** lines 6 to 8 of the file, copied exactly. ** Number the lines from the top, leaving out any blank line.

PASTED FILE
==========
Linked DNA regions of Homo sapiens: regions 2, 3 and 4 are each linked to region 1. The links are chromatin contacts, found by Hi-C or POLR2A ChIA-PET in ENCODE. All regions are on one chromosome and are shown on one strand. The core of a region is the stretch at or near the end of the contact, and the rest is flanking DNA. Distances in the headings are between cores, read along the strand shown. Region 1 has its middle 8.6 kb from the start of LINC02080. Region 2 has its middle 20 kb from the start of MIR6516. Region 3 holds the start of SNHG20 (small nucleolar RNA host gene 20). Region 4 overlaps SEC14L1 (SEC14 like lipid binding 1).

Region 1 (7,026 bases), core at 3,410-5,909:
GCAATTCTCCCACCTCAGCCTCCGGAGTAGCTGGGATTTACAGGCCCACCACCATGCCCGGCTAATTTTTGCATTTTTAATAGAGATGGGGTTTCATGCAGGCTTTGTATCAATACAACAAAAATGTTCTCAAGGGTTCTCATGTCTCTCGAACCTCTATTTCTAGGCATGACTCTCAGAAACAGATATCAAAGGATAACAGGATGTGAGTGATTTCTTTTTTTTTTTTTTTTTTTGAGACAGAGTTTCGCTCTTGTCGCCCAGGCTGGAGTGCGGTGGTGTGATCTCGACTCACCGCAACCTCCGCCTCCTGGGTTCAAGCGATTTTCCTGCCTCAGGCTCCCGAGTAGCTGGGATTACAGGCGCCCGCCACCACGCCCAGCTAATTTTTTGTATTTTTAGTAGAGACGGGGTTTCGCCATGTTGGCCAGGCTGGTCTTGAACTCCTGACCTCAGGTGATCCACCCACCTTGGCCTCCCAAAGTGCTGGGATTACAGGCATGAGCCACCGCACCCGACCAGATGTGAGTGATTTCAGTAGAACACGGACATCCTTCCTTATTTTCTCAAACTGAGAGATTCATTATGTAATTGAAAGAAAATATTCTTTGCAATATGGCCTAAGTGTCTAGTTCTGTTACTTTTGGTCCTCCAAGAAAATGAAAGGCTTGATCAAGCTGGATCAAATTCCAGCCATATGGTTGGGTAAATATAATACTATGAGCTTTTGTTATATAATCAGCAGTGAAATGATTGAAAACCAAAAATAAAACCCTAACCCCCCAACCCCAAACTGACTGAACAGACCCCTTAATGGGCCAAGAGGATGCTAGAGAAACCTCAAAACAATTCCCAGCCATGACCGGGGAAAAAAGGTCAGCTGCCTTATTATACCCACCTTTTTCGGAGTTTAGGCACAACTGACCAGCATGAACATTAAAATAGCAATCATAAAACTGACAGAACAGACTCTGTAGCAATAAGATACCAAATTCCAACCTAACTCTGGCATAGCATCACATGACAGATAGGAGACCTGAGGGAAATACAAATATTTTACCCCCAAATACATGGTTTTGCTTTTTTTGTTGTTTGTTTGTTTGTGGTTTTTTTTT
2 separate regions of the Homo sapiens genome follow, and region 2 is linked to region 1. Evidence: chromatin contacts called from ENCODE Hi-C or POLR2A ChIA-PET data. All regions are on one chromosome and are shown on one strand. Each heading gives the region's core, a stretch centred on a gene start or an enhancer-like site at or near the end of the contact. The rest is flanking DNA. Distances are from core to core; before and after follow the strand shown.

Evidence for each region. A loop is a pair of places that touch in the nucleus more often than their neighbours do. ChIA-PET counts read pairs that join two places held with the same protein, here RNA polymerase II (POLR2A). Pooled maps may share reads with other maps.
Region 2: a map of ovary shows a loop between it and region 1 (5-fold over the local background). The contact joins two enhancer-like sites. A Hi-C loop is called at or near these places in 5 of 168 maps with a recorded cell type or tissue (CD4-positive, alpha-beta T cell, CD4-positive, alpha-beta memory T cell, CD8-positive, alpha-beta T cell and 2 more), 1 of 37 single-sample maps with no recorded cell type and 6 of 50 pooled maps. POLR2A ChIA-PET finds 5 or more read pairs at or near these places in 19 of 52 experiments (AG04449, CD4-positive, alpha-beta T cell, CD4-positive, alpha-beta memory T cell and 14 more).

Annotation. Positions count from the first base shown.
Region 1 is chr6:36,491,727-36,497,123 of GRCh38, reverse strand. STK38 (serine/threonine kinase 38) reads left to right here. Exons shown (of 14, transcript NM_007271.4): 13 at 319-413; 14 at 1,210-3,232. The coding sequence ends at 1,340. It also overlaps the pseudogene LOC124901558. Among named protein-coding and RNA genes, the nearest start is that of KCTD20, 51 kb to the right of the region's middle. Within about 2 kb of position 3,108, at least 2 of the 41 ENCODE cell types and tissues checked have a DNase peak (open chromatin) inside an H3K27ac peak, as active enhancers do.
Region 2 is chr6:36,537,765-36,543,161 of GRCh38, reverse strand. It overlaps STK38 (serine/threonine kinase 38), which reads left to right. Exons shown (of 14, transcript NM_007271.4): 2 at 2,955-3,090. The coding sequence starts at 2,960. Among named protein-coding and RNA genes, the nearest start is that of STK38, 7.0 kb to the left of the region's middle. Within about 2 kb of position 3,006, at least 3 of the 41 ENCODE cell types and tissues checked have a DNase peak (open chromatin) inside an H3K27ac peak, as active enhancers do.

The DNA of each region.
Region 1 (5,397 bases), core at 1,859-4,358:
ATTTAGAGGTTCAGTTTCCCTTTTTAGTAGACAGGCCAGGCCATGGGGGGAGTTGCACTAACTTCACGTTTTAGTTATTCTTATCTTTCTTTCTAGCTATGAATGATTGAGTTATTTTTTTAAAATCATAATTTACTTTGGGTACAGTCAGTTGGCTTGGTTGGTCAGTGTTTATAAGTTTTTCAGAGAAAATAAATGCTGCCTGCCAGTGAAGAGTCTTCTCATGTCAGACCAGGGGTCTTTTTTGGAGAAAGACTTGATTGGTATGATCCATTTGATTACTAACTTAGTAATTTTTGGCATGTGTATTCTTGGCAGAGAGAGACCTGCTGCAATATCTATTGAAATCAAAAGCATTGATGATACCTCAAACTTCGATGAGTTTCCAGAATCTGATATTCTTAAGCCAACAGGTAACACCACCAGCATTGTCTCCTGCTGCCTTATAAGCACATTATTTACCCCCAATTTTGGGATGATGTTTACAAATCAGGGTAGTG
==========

Region 2: a map of ovary shows a loop between it and region 1 (5-fold over the local background). The contact joins two enhancer-like sites. A Hi-C loop is called at or near these places in 5 of 168 maps with a recorded cell type or tissue (CD4-positive, alpha-beta T cell, CD4-positive, alpha-beta memory T cell, CD8-positive, alpha-beta T cell and 2 more), 1 of 37 single-sample maps with no recorded cell type and 6 of 50 pooled maps. POLR2A ChIA-PET finds 5 or more read pairs at or near these places in 19 of 52 experiments (AG04449, CD4-positive, alpha-beta T cell, CD4-positive, alpha-beta memory T cell and 14 more).

Annotation. Positions count from the first base shown.
Region 1 is chr6:36,491,727-36,497,123 of GRCh38, reverse strand. STK38 (serine/threonine kinase 38) reads left to right here. Exons shown (of 14, transcript NM_007271.4): 13 at 319-413; 14 at 1,210-3,232. The coding sequence ends at 1,340. It also overlaps the pseudogene LOC124901558. Among named protein-coding and RNA genes, the nearest start is that of KCTD20, 51 kb to the right of the region's middle. Within about 2 kb of position 3,108, at least 2 of the 41 ENCODE cell types and tissues checked have a DNase peak (open chromatin) inside an H3K27ac peak, as active enhancers do.